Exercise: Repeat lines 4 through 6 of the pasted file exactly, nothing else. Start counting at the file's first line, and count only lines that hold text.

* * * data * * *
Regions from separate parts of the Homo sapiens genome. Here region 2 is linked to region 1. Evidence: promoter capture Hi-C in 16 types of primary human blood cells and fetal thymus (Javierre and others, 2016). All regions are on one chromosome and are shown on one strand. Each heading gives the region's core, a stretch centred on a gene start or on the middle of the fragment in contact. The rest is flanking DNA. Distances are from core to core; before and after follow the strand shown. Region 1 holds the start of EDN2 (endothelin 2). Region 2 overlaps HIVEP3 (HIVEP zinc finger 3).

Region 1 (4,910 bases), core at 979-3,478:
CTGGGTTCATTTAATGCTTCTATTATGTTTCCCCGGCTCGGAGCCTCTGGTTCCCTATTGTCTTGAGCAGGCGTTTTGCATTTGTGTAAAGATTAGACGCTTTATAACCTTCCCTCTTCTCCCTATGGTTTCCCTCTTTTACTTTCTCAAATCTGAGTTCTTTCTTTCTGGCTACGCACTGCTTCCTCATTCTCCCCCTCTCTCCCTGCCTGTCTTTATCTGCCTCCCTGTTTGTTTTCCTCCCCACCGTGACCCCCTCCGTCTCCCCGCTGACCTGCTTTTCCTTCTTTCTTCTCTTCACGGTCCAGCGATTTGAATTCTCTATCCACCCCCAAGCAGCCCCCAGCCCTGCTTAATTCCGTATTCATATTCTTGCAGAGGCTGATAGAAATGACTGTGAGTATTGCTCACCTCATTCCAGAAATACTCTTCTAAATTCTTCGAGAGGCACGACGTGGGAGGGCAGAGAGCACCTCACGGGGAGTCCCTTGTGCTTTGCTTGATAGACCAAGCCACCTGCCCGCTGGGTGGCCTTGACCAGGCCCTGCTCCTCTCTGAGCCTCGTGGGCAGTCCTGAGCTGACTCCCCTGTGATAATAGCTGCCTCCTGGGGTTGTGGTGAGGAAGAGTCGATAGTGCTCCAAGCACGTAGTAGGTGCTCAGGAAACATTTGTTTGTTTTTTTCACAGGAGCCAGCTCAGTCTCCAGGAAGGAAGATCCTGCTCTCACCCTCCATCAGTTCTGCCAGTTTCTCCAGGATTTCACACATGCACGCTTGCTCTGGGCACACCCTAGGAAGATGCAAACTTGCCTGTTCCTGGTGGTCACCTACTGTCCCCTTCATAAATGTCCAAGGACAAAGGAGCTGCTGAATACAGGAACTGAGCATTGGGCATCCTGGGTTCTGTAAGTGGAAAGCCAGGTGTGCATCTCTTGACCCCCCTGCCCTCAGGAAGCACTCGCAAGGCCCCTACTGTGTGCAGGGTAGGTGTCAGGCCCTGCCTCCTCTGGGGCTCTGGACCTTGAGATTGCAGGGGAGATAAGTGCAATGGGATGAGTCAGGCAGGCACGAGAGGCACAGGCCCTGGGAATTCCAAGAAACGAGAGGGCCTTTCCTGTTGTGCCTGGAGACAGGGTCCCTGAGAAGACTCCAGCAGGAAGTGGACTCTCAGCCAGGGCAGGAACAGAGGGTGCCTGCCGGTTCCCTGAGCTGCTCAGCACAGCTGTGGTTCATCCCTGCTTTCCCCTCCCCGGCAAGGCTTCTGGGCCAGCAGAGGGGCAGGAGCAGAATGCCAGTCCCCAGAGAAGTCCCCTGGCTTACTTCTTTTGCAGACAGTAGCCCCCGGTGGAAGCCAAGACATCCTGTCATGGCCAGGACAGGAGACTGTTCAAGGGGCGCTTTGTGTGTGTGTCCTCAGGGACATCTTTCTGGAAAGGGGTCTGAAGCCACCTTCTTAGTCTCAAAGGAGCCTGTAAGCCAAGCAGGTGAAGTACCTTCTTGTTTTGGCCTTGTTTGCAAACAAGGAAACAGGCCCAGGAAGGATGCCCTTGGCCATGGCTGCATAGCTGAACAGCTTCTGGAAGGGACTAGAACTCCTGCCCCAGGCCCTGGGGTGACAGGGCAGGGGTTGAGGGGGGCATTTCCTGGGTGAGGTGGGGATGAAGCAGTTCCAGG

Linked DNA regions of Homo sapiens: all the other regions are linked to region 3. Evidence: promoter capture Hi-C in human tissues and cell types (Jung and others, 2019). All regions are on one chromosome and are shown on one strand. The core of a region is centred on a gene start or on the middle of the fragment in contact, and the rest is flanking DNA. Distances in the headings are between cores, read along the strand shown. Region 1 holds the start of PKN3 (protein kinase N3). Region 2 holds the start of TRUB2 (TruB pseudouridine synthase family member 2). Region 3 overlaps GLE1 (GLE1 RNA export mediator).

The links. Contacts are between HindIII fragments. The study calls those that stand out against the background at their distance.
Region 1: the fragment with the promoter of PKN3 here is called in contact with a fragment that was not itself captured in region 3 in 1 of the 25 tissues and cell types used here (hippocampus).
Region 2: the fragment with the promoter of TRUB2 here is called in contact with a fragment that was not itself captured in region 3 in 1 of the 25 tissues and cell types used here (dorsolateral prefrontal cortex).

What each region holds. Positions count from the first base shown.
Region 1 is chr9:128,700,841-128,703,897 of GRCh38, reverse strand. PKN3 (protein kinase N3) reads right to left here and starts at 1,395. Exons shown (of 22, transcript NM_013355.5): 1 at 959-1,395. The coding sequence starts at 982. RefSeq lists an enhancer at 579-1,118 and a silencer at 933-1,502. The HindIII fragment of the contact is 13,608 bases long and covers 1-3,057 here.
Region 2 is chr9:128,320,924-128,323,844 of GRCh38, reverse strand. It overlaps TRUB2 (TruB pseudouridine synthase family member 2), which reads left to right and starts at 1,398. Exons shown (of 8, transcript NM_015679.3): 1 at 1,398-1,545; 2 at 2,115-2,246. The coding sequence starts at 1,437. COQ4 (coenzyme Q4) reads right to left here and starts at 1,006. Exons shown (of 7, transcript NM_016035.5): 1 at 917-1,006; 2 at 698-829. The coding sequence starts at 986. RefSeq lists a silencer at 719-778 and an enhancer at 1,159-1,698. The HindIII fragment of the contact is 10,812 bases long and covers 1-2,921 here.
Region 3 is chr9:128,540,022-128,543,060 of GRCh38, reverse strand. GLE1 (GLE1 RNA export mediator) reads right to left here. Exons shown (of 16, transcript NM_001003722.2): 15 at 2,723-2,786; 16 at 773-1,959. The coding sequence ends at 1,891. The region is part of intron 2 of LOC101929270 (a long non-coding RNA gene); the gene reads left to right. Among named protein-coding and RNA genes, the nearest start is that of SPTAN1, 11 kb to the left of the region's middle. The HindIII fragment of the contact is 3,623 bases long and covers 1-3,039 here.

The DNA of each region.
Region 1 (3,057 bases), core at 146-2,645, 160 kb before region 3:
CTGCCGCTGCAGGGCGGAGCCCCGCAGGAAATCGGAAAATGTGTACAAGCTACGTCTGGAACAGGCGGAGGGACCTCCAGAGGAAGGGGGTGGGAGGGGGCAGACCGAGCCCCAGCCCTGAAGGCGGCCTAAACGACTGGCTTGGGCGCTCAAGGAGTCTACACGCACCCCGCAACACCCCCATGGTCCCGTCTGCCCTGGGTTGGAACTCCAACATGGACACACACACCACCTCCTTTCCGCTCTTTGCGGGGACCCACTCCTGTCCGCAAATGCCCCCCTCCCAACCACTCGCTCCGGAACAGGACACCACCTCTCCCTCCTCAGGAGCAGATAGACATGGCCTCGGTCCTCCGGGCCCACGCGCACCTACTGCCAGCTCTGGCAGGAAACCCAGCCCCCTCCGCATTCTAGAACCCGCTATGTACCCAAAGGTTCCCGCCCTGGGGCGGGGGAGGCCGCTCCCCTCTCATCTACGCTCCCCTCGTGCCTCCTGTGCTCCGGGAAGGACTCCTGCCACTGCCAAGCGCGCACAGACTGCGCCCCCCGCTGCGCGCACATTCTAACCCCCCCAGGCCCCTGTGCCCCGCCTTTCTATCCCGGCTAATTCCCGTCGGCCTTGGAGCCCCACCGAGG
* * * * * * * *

Linked DNA regions of Homo sapiens: all the other regions are linked to region 3. Evidence: promoter capture Hi-C in human tissues and cell types (Jung and others, 2019). All regions are on one chromosome and are shown on one strand. The core of a region is centred on a gene start or on the middle of the fragment in contact, and the rest is flanking DNA. Distances in the headings are between cores, read along the strand shown. Region 1 holds the start of PKN3 (protein kinase N3). Region 2 holds the start of TRUB2 (TruB pseudouridine synthase family member 2). Region 3 overlaps GLE1 (GLE1 RNA export mediator).

The links. Contacts are between HindIII fragments. The study calls those that stand out against the background at their distance.
Region 1: the fragment with the promoter of PKN3 here is called in contact with a fragment that was not itself captured in region 3 in 1 of the 25 tissues and cell types used here (hippocampus).